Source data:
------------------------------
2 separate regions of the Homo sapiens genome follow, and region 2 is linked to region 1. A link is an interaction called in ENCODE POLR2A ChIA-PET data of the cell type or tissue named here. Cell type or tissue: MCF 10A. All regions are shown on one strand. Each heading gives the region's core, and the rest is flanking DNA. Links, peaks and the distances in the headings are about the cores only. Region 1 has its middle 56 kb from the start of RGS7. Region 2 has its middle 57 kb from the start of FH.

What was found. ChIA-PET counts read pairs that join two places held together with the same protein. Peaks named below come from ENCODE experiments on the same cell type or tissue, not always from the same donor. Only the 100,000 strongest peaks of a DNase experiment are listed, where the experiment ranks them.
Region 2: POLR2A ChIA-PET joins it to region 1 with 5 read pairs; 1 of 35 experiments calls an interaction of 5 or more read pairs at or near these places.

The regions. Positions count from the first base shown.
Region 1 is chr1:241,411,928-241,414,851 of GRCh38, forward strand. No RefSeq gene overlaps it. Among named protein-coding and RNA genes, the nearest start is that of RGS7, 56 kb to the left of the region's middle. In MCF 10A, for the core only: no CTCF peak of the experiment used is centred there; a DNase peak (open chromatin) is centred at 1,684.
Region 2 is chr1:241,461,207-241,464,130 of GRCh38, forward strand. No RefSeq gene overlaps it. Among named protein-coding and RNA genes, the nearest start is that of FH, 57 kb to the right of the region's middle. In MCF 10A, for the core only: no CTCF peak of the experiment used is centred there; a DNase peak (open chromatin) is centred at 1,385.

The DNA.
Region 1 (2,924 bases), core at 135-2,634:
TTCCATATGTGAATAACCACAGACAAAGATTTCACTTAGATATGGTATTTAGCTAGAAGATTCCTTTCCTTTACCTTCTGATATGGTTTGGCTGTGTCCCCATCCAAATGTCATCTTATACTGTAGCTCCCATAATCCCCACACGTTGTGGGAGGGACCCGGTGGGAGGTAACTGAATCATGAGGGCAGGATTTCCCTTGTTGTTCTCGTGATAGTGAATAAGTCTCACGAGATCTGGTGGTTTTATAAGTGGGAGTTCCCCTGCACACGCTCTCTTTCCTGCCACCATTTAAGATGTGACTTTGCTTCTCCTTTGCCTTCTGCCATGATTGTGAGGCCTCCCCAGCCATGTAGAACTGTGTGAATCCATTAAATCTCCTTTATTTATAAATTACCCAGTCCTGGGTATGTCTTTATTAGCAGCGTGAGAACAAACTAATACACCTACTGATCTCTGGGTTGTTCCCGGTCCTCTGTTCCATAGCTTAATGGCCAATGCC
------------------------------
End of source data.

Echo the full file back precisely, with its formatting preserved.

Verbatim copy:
2 separate regions of the Homo sapiens genome follow, and region 2 is linked to region 1. A link is an interaction called in ENCODE POLR2A ChIA-PET data of the cell type or tissue named here. Cell type or tissue: MCF 10A. All regions are shown on one strand. Each heading gives the region's core, and the rest is flanking DNA. Links, peaks and the distances in the headings are about the cores only. Region 1 has its middle 56 kb from the start of RGS7. Region 2 has its middle 57 kb from the start of FH.

What was found. ChIA-PET counts read pairs that join two places held together with the same protein. Peaks named below come from ENCODE experiments on the same cell type or tissue, not always from the same donor. Only the 100,000 strongest peaks of a DNase experiment are listed, where the experiment ranks them.
Region 2: POLR2A ChIA-PET joins it to region 1 with 5 read pairs; 1 of 35 experiments calls an interaction of 5 or more read pairs at or near these places.

The regions. Positions count from the first base shown.
Region 1 is chr1:241,411,928-241,414,851 of GRCh38, forward strand. No RefSeq gene overlaps it. Among named protein-coding and RNA genes, the nearest start is that of RGS7, 56 kb to the left of the region's middle. In MCF 10A, for the core only: no CTCF peak of the experiment used is centred there; a DNase peak (open chromatin) is centred at 1,684.
Region 2 is chr1:241,461,207-241,464,130 of GRCh38, forward strand. No RefSeq gene overlaps it. Among named protein-coding and RNA genes, the nearest start is that of FH, 57 kb to the right of the region's middle. In MCF 10A, for the core only: no CTCF peak of the experiment used is centred there; a DNase peak (open chromatin) is centred at 1,385.

The DNA.
Region 1 (2,924 bases), core at 135-2,634:
TTCCATATGTGAATAACCACAGACAAAGATTTCACTTAGATATGGTATTTAGCTAGAAGATTCCTTTCCTTTACCTTCTGATATGGTTTGGCTGTGTCCCCATCCAAATGTCATCTTATACTGTAGCTCCCATAATCCCCACACGTTGTGGGAGGGACCCGGTGGGAGGTAACTGAATCATGAGGGCAGGATTTCCCTTGTTGTTCTCGTGATAGTGAATAAGTCTCACGAGATCTGGTGGTTTTATAAGTGGGAGTTCCCCTGCACACGCTCTCTTTCCTGCCACCATTTAAGATGTGACTTTGCTTCTCCTTTGCCTTCTGCCATGATTGTGAGGCCTCCCCAGCCATGTAGAACTGTGTGAATCCATTAAATCTCCTTTATTTATAAATTACCCAGTCCTGGGTATGTCTTTATTAGCAGCGTGAGAACAAACTAATACACCTACTGATCTCTGGGTTGTTCCCGGTCCTCTGTTCCATAGCTTAATGGCCAATGCC